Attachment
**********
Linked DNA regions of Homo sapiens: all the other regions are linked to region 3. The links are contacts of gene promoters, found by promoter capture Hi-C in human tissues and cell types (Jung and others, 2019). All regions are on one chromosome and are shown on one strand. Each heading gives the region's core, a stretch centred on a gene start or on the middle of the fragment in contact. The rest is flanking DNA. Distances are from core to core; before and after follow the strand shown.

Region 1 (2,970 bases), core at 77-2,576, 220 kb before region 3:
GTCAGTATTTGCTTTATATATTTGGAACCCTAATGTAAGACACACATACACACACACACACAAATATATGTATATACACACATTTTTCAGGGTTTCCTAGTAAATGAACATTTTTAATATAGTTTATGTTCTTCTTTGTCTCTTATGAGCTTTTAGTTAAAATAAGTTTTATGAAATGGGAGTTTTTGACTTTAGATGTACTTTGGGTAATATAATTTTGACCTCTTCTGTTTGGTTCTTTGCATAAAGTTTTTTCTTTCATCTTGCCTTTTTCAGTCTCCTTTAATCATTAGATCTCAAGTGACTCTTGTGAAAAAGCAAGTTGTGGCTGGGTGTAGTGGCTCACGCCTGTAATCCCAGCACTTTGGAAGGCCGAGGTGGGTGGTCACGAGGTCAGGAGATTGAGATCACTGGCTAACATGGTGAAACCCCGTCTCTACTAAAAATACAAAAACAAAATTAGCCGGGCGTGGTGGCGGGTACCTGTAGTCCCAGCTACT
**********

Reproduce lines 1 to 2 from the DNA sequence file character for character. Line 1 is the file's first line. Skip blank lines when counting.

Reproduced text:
Linked DNA regions of Homo sapiens: all the other regions are linked to region 3. The links are contacts of gene promoters, found by promoter capture Hi-C in human tissues and cell types (Jung and others, 2019). All regions are on one chromosome and are shown on one strand. Each heading gives the region's core, a stretch centred on a gene start or on the middle of the fragment in contact. The rest is flanking DNA. Distances are from core to core; before and after follow the strand shown.

Region 1 (2,970 bases), core at 77-2,576, 220 kb before region 3: